Jump to content

- - - - -

Possibly a canary, but am unsure

  • Please log in to reply
4 replies to this topic

#1 hiddenparadox



  • Members
  • Pip
  • 1 posts

Posted 17 July 2012 - 10:04 PM

Attached File  securedownload-1.jpeg   96.98KB   60 downloadsAttached File  securedownload.jpeg   115.41KB   58 downloadsI saw a bird today that had three variations of orange on its feathers. I'm thinking that this bird was formerly a pet bird since there is no way that a bird with colors like these can blend in and hide in its environment. Specifically a canary, but I could be mistaken since I haven't gotten a close up look at the bird's head.

I've managed to take 2 pictures of the bird with my cell phone camera before it flew away. I couldn't find a wild bird similar to this one existing from the Birds of North America book I have and the internet wasn't of much help either.

So guys, what bird could this possibly be?

#2 BarnSwallow


    Advanced Member

  • New Members
  • PipPipPip
  • 7,869 posts
  • LocationMonkton Maryland

Posted 17 July 2012 - 11:57 PM

I'm thinking it's a canary, also. However, there are thousands of very brightly colored birds in the wild - orioles and goldfinches are very bright orange and yellow. The painted bunting is green, red, blue and several other colors. Parrots are very brightly colored. Most warblers have yellow on them.

#3 fisherman1313


    I support the US Olympic Birding Team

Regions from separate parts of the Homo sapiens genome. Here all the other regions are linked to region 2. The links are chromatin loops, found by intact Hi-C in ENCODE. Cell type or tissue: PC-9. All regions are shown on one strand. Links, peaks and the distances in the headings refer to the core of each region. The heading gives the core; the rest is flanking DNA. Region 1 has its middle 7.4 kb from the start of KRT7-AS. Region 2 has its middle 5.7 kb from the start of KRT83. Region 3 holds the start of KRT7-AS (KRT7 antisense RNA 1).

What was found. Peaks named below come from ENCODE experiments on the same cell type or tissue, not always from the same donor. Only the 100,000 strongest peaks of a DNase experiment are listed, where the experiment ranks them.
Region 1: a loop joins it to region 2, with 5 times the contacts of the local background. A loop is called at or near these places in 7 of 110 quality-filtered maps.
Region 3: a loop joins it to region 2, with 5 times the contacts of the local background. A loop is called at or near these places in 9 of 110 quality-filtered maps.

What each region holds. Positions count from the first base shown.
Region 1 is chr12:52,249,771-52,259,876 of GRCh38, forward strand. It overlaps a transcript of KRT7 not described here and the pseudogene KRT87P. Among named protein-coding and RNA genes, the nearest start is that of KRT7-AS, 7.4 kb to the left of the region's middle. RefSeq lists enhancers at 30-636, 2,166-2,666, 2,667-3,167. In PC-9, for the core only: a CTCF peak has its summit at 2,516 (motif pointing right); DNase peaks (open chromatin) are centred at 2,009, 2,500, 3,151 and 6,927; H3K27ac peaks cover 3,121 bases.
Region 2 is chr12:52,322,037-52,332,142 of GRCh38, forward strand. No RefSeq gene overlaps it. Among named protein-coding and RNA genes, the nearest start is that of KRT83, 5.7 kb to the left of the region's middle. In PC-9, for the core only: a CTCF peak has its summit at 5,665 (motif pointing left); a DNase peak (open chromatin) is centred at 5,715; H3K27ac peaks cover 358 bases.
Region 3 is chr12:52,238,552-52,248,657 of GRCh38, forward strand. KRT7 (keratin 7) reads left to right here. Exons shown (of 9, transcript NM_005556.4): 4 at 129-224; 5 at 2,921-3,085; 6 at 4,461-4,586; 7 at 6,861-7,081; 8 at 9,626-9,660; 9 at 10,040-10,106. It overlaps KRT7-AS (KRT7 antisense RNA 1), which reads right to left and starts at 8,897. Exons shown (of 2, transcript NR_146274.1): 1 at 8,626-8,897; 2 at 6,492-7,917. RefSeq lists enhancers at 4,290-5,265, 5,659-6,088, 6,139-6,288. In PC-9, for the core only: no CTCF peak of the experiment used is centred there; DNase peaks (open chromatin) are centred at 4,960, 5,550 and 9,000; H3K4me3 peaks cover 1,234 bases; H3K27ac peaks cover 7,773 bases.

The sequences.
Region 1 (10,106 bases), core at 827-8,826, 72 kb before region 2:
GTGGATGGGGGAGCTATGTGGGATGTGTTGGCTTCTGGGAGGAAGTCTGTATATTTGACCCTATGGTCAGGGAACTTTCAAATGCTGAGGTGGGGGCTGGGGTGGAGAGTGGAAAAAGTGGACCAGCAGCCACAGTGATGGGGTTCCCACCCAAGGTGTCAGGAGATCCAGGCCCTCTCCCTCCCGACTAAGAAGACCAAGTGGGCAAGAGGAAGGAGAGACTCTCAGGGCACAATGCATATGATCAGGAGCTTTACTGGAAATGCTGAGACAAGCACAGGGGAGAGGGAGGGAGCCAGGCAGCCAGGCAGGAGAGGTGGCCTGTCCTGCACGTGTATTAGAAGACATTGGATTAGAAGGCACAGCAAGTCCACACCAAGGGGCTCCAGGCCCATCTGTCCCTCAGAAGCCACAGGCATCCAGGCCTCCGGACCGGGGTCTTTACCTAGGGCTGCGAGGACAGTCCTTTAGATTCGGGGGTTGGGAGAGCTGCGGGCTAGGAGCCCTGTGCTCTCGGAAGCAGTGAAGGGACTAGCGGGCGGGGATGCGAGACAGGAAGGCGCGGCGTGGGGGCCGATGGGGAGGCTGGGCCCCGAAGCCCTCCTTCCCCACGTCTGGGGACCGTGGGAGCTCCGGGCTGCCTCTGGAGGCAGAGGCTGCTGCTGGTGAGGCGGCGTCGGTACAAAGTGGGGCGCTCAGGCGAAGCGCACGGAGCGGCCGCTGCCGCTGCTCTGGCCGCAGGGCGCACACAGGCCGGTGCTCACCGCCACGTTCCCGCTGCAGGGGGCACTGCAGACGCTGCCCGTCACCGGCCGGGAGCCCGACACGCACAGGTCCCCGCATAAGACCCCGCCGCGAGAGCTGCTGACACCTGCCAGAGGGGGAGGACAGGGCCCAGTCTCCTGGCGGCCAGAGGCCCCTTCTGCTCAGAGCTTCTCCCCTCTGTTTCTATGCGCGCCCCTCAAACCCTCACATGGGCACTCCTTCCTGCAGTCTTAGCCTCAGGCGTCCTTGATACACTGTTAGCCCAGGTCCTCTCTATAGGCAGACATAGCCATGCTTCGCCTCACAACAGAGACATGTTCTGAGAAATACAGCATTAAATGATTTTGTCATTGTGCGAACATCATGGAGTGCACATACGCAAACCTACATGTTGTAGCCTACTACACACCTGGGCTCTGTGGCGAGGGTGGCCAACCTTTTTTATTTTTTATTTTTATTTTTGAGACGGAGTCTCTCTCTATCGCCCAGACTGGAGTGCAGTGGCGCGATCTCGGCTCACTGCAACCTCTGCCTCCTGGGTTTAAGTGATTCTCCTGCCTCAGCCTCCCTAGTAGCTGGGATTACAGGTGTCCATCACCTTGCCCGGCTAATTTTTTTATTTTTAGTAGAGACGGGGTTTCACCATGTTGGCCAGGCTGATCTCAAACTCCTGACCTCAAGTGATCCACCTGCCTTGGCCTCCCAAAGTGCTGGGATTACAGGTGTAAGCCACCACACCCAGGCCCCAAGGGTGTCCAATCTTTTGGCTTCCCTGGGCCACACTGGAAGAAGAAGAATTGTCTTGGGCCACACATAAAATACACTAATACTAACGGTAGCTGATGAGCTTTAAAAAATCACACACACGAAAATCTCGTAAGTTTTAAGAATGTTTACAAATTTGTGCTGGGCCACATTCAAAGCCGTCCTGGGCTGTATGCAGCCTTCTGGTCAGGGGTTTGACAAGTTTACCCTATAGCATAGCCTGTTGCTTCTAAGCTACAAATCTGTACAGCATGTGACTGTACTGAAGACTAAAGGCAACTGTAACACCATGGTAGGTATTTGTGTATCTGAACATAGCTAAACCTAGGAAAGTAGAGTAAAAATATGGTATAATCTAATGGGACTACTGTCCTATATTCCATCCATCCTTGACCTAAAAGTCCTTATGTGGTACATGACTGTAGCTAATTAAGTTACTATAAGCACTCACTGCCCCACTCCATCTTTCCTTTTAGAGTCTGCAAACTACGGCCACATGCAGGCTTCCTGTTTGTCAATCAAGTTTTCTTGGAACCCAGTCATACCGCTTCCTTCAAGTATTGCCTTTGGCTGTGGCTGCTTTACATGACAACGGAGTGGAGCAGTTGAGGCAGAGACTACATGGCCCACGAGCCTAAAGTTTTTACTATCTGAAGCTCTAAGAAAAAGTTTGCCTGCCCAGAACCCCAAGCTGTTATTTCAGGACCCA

• New Members
  • PipPipPip
  • 3,339 posts
  • LocationRiverbank, CA

Posted 18 July 2012 - 12:28 AM

Yes, that is a Canary. And BarnSwallow is right, there are many birds in the world that you would not think would be able to blend into their environment, but when you try to find them in a tree or bush they just seem to disappear.

The sludge caught in the mind's filter, the stuff that refuses to go through, frequently becomes each person's private obsession. In civilized society we have an unspoken agreement to call our obsessions "hobbies". - Stephen King


All Yellow Warblers are yellow warblers, but not all yellow warblers are Yellow Warblers. - Me


My Year List



Latest Lifer(s):

Northern Pygmy Owl (FINALLY!): Del Puerto Canyon, Stanislaus County, CA, 3/24/14

Swamp Sparrow: Merced NWR, Merced County, CA, 3/11/14

Little Gull: Modseto Secondary Wastewater Treatment Plant, Modesto, CA, 2/9/14

Ruff; Ceres Sewage Ponds, Ceres, CA, 1/28/14


Favorite Recent Birds (non-lifers):

Western Screech-Owl: Enslen Park, Modesto, CA, 4/16/14, 7/2/14, 7/6/14

Bald Eagle, Costa's Hummingbird, Willow Flycatcher: Del Puerto Canyon, Stanislaus County, CA, 5/24/14

Gray Flycatcher: McHenry Recreation Area, Escalon, CA, 5/13/14

Black Tern: Modesto Secondary Wastewater Treatment Plant, Modesto, CA, 5/11/14

#4 creeker



  • New Members
  • PipPipPip
  • 9,608 posts
  • LocationSan Diego County

Posted 18 July 2012 - 01:15 AM

I agree with Canary there. Sure have been a lot of them on here lately. I didn't think they were that popular anymore.
Creationist Birder

#5 BarnSwallow


    Advanced Member

  • New Members
  • PipPipPip
  • 7,869 posts
  • LocationMonkton Maryland

Posted 18 July 2012 - 01:19 AM

Apparently, they're not!

0 user(s) are reading this topic

0 members, 0 guests, 0 anonymous users